Many years ago when I was having trouble in my marriage, I felt like all of the other couples I knew were effortlessly and happily sailing along.  The truth is, married life is a challenge for every single couple.  Many of us fall into the trap of believing that something is wrong with our relationship, even though what’s happening is perfectly normal. So, if all our time is spent thinking that the ship of our marriage is sinking, we’re not doing the thing we most need to do: learn how to sail.


Don’t let these relationship traps steer your marriage ship off of its happy course.

1. Marriage shouldn’t be such hard work.

This is a biggie.  The misconception that marriage should be easier than it is keeps people from making an effort when they most need to – when things aren’t going well. Why not think, “If it takes this much work, we need some better tools to address our difficulties?”

Or, “If we have to work this hard, maybe there’s something I’m doing that’s making it even harder.” Better still, “If it takes this much work, we’re obviously committed to having a high-quality marriage.”  Never lose sight of that commitment to each other and your relationship no matter how rough the waters become.

2. Fighting is a sign our marriage is in trouble.

Research has shown that couples who fight are no more unhappy and no more likely to divorce than couples who don’t. In fact, people who don’t fight can be having marital troubles as serious, or worse than those who fight tooth and nail.

There’s a world of difference between having good problem-solving skills that keep fights within bounds and stuffing things under the rug in the name of peace.  Fights that do not end with repair are exhausting and problematic and erode a couple’s goodwill.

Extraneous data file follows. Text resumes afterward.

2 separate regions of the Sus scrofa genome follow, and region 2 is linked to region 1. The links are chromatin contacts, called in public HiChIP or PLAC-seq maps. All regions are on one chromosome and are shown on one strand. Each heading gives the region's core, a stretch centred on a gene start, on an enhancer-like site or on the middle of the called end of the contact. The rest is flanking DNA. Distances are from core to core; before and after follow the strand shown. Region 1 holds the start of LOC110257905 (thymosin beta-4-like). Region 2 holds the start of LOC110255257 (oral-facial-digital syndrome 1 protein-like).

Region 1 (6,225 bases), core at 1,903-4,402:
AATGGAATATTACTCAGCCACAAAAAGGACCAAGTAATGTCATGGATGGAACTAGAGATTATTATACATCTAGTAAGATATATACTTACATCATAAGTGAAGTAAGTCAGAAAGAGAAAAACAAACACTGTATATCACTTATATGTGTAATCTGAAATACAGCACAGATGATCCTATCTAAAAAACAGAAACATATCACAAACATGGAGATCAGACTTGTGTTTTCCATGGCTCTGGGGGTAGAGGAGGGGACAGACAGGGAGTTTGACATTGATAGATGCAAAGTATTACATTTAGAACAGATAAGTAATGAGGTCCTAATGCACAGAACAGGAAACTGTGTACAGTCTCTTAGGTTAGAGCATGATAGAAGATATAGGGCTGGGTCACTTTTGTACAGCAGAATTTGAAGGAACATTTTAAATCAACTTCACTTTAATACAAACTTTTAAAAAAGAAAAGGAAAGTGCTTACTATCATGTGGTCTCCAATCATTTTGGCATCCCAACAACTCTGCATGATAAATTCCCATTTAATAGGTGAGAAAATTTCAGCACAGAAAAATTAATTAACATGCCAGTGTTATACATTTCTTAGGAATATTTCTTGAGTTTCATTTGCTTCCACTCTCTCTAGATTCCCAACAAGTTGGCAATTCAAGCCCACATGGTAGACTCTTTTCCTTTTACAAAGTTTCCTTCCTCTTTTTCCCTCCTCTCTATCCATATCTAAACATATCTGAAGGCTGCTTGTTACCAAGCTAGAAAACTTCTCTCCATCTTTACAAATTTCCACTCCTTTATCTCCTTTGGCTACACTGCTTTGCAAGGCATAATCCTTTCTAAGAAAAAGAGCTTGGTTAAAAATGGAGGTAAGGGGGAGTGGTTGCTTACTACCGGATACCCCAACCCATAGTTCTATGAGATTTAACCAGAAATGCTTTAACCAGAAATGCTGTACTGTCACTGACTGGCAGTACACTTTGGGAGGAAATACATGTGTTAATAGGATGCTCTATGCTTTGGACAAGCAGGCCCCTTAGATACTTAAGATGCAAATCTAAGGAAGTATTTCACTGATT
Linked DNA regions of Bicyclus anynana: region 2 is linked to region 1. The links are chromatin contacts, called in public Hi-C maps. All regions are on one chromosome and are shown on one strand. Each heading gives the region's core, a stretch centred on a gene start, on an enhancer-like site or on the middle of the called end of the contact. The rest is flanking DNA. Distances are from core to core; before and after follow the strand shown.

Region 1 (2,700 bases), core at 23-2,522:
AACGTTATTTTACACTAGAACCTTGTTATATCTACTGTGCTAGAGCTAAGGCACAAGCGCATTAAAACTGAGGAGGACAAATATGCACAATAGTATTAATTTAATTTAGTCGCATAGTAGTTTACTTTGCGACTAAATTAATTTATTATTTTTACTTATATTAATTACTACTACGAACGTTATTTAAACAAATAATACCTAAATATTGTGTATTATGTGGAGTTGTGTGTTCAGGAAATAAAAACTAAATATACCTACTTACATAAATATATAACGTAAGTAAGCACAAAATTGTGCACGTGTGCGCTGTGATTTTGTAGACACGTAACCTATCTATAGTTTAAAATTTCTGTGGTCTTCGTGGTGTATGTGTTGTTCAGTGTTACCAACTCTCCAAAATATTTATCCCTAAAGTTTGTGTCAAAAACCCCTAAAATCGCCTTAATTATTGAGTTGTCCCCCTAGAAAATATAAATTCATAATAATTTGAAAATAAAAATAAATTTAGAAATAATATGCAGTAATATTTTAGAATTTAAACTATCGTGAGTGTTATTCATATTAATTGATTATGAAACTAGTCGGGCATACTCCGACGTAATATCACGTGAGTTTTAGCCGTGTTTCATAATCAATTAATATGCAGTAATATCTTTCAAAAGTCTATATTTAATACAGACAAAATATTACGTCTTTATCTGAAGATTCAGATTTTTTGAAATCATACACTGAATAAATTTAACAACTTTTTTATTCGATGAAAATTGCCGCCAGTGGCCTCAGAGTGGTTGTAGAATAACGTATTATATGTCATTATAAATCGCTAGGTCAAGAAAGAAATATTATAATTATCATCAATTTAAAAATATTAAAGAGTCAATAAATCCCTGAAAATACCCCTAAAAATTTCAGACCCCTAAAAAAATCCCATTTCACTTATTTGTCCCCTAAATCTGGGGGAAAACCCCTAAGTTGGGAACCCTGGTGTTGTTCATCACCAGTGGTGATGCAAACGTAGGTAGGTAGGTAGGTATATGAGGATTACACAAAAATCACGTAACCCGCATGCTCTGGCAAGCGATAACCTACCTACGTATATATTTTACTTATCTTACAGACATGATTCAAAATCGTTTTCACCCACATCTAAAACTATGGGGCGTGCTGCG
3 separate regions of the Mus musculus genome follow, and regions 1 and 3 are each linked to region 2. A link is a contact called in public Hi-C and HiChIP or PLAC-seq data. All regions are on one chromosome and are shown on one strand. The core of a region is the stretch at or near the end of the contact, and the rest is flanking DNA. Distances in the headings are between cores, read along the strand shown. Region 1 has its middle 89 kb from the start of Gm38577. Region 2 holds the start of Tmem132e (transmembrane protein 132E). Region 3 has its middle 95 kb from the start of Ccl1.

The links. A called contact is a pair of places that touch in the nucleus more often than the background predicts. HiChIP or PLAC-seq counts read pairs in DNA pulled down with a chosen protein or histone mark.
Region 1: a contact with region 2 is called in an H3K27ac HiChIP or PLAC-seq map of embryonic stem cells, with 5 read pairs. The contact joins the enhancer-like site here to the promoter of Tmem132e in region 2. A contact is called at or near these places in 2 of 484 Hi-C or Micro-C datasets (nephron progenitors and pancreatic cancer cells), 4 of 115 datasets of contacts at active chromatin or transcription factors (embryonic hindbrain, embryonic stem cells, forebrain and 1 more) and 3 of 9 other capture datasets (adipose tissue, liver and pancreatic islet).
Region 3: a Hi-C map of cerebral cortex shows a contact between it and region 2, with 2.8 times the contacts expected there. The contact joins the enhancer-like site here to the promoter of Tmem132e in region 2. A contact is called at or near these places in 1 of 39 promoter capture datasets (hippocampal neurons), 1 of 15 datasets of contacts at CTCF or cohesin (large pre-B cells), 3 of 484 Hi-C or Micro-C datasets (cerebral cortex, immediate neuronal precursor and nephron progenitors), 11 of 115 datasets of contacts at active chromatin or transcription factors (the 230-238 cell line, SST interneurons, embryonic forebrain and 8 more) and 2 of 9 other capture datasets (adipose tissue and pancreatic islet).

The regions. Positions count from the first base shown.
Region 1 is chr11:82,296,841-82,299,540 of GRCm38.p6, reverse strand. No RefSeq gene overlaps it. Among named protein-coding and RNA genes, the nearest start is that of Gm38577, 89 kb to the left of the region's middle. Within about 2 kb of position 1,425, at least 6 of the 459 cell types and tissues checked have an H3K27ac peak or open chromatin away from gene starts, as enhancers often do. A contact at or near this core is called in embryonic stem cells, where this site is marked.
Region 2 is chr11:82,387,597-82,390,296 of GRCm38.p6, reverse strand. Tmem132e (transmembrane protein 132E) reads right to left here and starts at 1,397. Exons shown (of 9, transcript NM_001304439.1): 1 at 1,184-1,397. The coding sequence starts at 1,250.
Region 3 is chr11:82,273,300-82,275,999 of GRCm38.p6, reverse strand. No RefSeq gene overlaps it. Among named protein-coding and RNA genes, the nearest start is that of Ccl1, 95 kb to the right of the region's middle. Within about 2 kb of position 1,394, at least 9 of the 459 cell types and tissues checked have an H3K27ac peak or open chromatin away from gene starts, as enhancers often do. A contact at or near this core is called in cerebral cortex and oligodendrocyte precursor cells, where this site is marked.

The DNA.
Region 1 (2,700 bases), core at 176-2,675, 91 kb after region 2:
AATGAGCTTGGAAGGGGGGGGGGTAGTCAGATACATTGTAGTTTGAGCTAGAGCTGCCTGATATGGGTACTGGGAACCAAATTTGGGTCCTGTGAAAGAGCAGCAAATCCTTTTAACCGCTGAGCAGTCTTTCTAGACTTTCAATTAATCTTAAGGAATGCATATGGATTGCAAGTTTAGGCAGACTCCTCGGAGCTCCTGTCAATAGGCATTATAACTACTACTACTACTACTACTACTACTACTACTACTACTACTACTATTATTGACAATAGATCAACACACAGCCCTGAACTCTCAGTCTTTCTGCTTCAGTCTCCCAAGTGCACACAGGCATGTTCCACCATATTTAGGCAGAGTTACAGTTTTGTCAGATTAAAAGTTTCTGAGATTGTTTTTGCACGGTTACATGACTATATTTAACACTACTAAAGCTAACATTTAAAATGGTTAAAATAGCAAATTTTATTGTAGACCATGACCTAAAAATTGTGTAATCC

But couples whose conflicts lead to deeper understanding, empathy, and reconciliation report high levels of satisfaction and often consider their fights to be worthwhile.

3. People should only marry their soulmate.

You probably know at least one couple who are convinced that their husband/wife is the one and only person on earth for them and that they miraculously found each other.

In case that’s not you, don’t worry about it. Most of us marry someone who is a combination of positive and negative traits from our experiences of love growing up in our family.

Rather than thinking, “There must be some perfect someone out there and unfortunately I didn’t marry him/her,” a more healthy way to think about it is this: there are many hundreds, if not thousands, of suitable partners to choose from and we just need one.

Whomever we choose, he or she will sometimes push our buttons and sometimes touch our heart.

4. “Marriage” is the problem.

It’s amazing how much marriage gets a bad rap. People often talk about how half of all marriages fail rather than focus on the fifty to sixty percent of marriages that succeed.

They say marriage is the end of freedom, the end of romance, and the end of……fill in the blank with your favorite thing about sex.

People blame the institution of marriage rather than think, “Man I’m really not very good at this.” or “Wow, did I have unrealistic expectations!” Marriage is a tough teacher, and we all have plenty to learn.


5. Married couple are supposed to make each other happy.

Marriage is much more difficult than any of us expect and, when trouble arrives, our experience of being “happy” in our relationship can take quite a hit.

Some people assume that having a good marriage would mean that life with their partner should be blissful.  Well, bliss is overrated and fleeting.

The key to marital happiness is to figure out how to be happy without needing to be “perfectly” happy.  Happy couples aren’t happy 24/7, and they don’t expect to be. Sometimes they’re driven nuts by some of the things their spouse does.

Sometimes they face serious issues that don’t have quick and easy solutions. The most important thing to remember is that your happiness is your responsibility.  Nobody can make you happy. YOU have to make YOU happy.

This article was republished from dailyvibes.org. You can find the original post here.

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